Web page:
While Wordsworth formatted his poetry into beautiful ballads, Whitman wrote in more relatable poems, some of which truly did not follow any form. According to William E. H. Meyer Jr., “Indeed, the very substance of Whitman 's ‘barbaric yawp,’ in contrast to Wordsworth 's ‘plaintive numbers,’ is the revolutionary and unbridgeable gap that exists between a ‘song of myself’ and a ‘prelude’ or ‘lyrical ballad.’”(Meyer 83). While Wordsworth keeps more structure and regulation in his ballads, Whitman does what feels most effective. This allows for Whitman to be slightly more organic in form than Wordsworth. However, this difference can also be seen as an addition to Wordsworth, as Wordsworth advocated for organic form.
Whitman liked to use bible quotes or references in his poetry where as Dickinson almost didn’t believe in the church, and went about worshiping in her own way. The two were very different poets, but with that said, they helped shape poetry in America still to this day. While ... ... middle of paper ... ...he has an original use of meters set her apart from others. Both Whitman and Dickinson use people and common objects of everyday things in a smaller context. While both Walt Whitman and Emily Dickinson's works seem to be quite different from the outside, they share many similarities.
While Whitman tends to leave little to the imagination, Dickinson uses very few, carefully selected words, forcing the reader contemplate the meaning of the poem and create his own image of the scene being described. Another outstanding difference between these poems is the rhyme scheme and meter used. Whitman's poem contains no obvious meter or rhyme, but is written freely and without any apparent structure. Dickinson, on the other hand, uses an abcbdefe slant rhyme scheme, as well as an obvious meter.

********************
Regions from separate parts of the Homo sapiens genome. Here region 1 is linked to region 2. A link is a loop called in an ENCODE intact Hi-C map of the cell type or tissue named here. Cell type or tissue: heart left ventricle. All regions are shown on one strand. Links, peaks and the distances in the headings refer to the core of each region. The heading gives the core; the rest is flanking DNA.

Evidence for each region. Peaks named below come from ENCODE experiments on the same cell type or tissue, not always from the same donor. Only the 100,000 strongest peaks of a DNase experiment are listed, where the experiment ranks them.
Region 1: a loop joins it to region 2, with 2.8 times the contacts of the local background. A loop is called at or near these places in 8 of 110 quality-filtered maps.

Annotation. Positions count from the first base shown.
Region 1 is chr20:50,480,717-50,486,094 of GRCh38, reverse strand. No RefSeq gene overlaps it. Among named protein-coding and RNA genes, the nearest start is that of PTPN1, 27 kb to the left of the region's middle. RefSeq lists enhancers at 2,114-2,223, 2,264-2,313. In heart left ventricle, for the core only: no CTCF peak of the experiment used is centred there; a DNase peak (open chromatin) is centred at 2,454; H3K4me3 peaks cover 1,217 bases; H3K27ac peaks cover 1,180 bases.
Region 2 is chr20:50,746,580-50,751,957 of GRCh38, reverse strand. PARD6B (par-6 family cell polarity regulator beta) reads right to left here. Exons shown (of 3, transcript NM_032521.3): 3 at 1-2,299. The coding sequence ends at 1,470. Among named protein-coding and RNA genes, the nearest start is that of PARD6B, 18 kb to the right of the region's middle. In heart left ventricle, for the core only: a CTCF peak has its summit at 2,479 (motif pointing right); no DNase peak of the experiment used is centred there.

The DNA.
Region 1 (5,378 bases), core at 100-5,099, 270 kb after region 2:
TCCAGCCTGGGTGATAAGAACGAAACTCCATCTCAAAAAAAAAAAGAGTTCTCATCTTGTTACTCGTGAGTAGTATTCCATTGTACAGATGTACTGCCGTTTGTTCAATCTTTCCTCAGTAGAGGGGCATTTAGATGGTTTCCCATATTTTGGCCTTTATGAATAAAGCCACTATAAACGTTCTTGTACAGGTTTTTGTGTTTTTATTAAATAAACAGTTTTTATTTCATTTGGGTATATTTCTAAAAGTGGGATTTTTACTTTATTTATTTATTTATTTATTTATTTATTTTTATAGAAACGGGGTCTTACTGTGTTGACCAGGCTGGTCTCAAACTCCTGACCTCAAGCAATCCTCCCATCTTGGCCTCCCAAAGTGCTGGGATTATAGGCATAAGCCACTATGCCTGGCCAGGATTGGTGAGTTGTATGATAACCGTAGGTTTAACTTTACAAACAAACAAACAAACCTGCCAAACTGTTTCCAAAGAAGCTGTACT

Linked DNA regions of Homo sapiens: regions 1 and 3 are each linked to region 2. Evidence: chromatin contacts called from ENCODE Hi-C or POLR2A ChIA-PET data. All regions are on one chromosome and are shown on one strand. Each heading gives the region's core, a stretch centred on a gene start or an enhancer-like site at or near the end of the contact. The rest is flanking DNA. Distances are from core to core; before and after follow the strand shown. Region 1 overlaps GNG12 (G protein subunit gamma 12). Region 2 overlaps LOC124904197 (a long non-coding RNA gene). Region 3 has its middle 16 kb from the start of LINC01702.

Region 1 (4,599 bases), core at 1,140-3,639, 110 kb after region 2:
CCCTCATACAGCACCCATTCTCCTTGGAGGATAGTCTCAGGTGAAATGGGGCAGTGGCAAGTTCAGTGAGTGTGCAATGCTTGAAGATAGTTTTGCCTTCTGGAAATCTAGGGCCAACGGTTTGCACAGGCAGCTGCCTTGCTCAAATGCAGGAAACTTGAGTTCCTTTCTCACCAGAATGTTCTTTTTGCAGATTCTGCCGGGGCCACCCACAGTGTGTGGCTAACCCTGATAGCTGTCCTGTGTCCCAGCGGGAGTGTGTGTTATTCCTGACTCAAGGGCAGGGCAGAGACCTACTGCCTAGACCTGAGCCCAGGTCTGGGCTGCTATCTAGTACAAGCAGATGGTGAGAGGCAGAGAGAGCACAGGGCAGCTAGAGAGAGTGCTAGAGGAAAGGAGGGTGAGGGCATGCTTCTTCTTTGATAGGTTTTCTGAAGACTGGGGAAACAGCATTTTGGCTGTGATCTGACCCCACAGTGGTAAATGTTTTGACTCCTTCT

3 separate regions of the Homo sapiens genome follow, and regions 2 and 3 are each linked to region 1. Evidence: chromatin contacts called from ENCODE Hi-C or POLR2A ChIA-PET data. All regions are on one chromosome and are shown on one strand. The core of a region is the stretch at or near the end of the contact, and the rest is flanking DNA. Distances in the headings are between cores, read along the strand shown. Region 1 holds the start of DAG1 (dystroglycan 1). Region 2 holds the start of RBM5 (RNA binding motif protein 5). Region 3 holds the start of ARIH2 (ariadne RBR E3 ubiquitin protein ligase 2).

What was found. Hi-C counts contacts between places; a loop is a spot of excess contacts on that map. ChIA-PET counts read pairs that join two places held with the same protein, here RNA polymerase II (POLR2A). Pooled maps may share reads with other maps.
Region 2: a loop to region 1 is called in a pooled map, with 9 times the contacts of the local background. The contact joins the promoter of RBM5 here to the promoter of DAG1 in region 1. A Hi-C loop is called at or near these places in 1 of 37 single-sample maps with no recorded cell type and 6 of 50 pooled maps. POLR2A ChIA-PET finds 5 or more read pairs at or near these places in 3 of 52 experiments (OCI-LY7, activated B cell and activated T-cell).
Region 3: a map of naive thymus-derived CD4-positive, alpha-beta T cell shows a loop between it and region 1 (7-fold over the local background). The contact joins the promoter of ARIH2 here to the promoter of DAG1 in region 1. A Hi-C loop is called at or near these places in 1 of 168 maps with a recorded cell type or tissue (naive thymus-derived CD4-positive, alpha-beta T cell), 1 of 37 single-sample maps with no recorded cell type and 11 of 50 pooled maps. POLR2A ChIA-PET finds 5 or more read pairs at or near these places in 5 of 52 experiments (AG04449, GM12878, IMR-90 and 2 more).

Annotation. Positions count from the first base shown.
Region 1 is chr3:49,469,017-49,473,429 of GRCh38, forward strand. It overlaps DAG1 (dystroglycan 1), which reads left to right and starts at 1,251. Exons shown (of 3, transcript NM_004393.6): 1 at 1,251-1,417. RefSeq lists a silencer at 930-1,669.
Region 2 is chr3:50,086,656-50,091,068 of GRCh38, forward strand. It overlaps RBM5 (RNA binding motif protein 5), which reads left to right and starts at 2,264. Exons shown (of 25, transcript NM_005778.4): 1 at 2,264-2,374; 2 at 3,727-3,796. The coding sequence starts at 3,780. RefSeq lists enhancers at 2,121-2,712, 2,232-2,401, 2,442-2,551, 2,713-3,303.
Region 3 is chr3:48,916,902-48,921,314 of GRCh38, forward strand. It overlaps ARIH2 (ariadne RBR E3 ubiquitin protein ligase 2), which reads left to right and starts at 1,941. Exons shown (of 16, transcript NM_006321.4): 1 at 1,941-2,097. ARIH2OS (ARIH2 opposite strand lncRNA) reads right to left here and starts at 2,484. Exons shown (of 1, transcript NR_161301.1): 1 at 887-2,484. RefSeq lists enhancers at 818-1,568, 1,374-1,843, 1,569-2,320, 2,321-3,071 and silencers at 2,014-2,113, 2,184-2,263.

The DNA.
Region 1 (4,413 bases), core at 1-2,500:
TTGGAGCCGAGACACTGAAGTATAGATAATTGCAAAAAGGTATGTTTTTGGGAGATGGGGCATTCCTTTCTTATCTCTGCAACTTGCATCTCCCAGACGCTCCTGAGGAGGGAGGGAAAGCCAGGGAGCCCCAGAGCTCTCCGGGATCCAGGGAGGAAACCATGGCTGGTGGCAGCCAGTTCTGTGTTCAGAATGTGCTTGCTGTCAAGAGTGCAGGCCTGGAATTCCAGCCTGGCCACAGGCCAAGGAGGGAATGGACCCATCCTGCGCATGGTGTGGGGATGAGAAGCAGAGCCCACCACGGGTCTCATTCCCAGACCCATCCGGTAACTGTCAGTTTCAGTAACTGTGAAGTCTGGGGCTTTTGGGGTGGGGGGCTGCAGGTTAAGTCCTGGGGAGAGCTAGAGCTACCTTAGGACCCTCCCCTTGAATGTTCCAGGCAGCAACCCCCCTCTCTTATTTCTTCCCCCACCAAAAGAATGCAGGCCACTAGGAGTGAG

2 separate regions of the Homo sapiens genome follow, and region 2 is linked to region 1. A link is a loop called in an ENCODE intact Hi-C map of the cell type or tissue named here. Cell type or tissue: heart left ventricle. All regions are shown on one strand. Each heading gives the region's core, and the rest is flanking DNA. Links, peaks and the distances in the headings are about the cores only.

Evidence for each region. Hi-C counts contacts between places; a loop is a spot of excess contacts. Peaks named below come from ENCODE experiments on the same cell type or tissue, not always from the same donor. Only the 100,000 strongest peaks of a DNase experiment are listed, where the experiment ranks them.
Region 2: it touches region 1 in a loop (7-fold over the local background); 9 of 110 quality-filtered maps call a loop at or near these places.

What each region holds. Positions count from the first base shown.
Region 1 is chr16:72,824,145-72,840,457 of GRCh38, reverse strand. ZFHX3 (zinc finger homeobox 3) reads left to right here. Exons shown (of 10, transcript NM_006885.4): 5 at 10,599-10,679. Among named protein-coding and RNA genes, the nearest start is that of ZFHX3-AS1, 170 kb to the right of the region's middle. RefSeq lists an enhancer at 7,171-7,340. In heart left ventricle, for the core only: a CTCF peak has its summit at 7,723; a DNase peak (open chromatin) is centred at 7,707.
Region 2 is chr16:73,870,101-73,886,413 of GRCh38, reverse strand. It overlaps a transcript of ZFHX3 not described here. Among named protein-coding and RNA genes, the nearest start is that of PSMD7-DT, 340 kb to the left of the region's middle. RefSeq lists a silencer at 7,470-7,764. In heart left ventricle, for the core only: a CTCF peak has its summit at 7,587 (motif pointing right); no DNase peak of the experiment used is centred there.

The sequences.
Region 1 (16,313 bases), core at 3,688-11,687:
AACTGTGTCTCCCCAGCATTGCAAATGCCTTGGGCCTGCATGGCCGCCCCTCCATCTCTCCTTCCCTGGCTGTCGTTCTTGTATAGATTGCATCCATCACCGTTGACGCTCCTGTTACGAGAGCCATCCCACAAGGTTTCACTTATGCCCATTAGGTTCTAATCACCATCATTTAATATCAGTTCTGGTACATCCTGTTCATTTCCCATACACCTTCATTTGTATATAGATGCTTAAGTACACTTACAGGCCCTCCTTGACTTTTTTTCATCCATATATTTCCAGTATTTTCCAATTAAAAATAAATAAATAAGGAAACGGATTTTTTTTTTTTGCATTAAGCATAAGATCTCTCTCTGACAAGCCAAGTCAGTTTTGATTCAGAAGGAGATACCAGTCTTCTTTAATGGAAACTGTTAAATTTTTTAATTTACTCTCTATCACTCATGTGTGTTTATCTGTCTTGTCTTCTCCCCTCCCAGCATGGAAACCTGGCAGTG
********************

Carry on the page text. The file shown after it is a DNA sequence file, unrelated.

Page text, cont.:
The style of this poem is Dramatic Poetry. Dramatic Poetry is “a poem structured so as to present a scene or series of scene as in a work of drama” (A4). It is a Dramtic Poem because it is mainly a conversation between the two characters and is without a narrator. For example: Your hands were like paws then, your face blue and bleak But now I’m bewitched by your delicate... ... middle of paper ... ... cost of junk. (Kennedy 884) However, despite the differences in the poems, some might think there are more similarities.
Emily Dickinson kept a fixed structure in her poems and used slant rhymes, which was a change from that found in previous styles of poetry. While Whitman and Dickinson had extremely dissimilar personalities
Whitman argued the public was placing too much emphasis on the sexual content and not fully embracing his work as a whole. He held too much pride to blatantly change or censor his work but over time did make subtle alterations and omission of lines (Killingsworth). Early on, Whitman was inspired by Ralph Waldo Emerson’s 1843 essay, The Poet (“Author Profile.”). Emerson called for an American poet to also celebrate the spirit and nature of man, to celebrate individualism instead of embracing the social order of things (Willcox). Whitman, optimistic with the new changes in American literature, set out to answer Emerson and embarked on a journey of becoming a very unique and great American poet (“Author Profile.”).